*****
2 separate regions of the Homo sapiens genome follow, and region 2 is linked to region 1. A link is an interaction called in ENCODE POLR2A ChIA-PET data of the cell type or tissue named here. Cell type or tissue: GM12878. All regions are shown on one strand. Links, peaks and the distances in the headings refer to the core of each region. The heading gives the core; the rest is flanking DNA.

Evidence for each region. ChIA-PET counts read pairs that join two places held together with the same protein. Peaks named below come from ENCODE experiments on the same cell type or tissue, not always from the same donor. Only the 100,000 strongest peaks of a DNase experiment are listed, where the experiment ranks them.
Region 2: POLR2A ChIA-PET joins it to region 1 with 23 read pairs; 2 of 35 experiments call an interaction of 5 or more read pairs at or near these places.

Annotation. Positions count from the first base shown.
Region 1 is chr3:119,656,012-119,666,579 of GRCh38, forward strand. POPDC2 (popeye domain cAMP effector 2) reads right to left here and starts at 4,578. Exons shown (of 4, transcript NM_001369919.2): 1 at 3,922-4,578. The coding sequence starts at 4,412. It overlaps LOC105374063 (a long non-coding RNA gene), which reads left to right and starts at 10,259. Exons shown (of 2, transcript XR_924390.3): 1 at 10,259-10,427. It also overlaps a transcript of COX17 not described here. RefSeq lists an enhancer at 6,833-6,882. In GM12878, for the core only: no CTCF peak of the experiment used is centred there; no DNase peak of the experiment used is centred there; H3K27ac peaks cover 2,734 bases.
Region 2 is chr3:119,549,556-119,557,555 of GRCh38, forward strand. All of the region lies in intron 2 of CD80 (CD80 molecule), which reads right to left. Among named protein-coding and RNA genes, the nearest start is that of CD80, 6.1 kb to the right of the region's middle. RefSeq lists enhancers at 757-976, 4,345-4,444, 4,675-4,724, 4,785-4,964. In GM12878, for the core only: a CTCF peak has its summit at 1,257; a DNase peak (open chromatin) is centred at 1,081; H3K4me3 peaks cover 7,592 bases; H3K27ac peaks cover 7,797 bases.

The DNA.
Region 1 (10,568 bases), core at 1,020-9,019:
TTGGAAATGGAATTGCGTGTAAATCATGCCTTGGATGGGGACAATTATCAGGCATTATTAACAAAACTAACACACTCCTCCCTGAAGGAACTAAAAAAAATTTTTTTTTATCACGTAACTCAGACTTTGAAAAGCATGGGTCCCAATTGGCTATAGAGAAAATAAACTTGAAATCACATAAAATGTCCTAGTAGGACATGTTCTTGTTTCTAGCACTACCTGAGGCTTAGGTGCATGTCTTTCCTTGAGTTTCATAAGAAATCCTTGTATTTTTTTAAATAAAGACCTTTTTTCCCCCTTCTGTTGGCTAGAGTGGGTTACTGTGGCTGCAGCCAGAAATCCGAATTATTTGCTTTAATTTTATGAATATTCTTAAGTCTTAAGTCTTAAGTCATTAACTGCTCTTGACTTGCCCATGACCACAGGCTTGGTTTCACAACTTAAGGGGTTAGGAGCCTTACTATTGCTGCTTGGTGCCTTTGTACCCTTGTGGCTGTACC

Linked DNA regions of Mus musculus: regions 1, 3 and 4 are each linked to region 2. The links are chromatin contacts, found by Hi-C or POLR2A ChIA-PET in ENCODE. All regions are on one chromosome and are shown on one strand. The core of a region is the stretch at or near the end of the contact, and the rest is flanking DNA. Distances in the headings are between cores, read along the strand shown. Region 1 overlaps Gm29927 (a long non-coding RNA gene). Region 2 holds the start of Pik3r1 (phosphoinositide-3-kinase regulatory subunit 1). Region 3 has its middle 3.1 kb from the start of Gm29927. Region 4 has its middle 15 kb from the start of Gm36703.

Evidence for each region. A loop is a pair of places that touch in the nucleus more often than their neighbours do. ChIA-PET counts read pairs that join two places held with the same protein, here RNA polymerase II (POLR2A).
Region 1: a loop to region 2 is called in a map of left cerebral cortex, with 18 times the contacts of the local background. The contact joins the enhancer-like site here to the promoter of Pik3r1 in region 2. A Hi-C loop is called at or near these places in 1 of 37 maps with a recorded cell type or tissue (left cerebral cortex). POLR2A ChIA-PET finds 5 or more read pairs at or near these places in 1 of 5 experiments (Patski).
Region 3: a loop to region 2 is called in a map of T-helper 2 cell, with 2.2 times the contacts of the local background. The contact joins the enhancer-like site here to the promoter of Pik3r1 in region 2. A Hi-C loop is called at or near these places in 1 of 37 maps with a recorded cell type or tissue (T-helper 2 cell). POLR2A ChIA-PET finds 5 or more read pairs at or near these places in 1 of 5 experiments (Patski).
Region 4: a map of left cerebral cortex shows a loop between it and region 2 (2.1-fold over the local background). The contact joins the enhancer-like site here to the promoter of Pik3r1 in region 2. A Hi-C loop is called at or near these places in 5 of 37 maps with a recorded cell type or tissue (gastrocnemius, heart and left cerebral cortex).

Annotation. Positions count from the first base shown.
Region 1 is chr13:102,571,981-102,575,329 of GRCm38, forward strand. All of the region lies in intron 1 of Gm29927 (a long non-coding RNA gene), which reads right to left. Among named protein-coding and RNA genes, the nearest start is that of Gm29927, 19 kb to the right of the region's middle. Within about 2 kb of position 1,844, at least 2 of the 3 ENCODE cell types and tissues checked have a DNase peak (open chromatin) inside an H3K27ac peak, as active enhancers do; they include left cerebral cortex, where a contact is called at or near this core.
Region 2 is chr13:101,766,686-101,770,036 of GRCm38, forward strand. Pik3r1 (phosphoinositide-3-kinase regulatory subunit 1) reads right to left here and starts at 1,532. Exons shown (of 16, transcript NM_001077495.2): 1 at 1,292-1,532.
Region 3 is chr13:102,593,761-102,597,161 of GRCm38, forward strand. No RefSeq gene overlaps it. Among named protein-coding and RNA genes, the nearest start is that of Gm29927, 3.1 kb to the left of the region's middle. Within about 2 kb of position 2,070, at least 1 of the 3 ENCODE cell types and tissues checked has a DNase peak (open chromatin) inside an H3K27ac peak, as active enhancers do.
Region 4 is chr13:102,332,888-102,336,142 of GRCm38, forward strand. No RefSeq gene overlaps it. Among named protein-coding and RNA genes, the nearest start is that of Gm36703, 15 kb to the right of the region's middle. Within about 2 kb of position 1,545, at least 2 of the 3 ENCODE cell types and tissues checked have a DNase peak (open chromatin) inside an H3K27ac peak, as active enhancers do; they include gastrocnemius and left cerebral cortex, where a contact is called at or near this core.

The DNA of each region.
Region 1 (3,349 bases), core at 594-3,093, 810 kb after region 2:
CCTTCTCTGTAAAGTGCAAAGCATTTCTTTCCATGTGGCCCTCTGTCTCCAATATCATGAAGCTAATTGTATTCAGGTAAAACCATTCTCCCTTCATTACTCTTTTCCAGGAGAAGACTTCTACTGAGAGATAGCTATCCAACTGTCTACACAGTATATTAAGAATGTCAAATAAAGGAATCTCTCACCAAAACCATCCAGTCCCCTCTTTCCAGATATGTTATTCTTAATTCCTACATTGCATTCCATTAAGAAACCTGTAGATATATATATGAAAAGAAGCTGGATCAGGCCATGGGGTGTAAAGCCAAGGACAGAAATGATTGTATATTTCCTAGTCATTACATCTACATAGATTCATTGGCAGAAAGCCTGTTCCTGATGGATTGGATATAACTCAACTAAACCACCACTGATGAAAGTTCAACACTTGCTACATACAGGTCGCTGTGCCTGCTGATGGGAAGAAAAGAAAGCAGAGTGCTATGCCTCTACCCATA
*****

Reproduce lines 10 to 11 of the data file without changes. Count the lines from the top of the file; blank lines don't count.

Linked DNA regions of Mus musculus: regions 1, 3 and 4 are each linked to region 2. The links are chromatin contacts, found by Hi-C or POLR2A ChIA-PET in ENCODE. All regions are on one chromosome and are shown on one strand. The core of a region is the stretch at or near the end of the contact, and the rest is flanking DNA. Distances in the headings are between cores, read along the strand shown. Region 1 overlaps Gm29927 (a long non-coding RNA gene). Region 2 holds the start of Pik3r1 (phosphoinositide-3-kinase regulatory subunit 1). Region 3 has its middle 3.1 kb from the start of Gm29927. Region 4 has its middle 15 kb from the start of Gm36703.

Evidence for each region. A loop is a pair of places that touch in the nucleus more often than their neighbours do. ChIA-PET counts read pairs that join two places held with the same protein, here RNA polymerase II (POLR2A).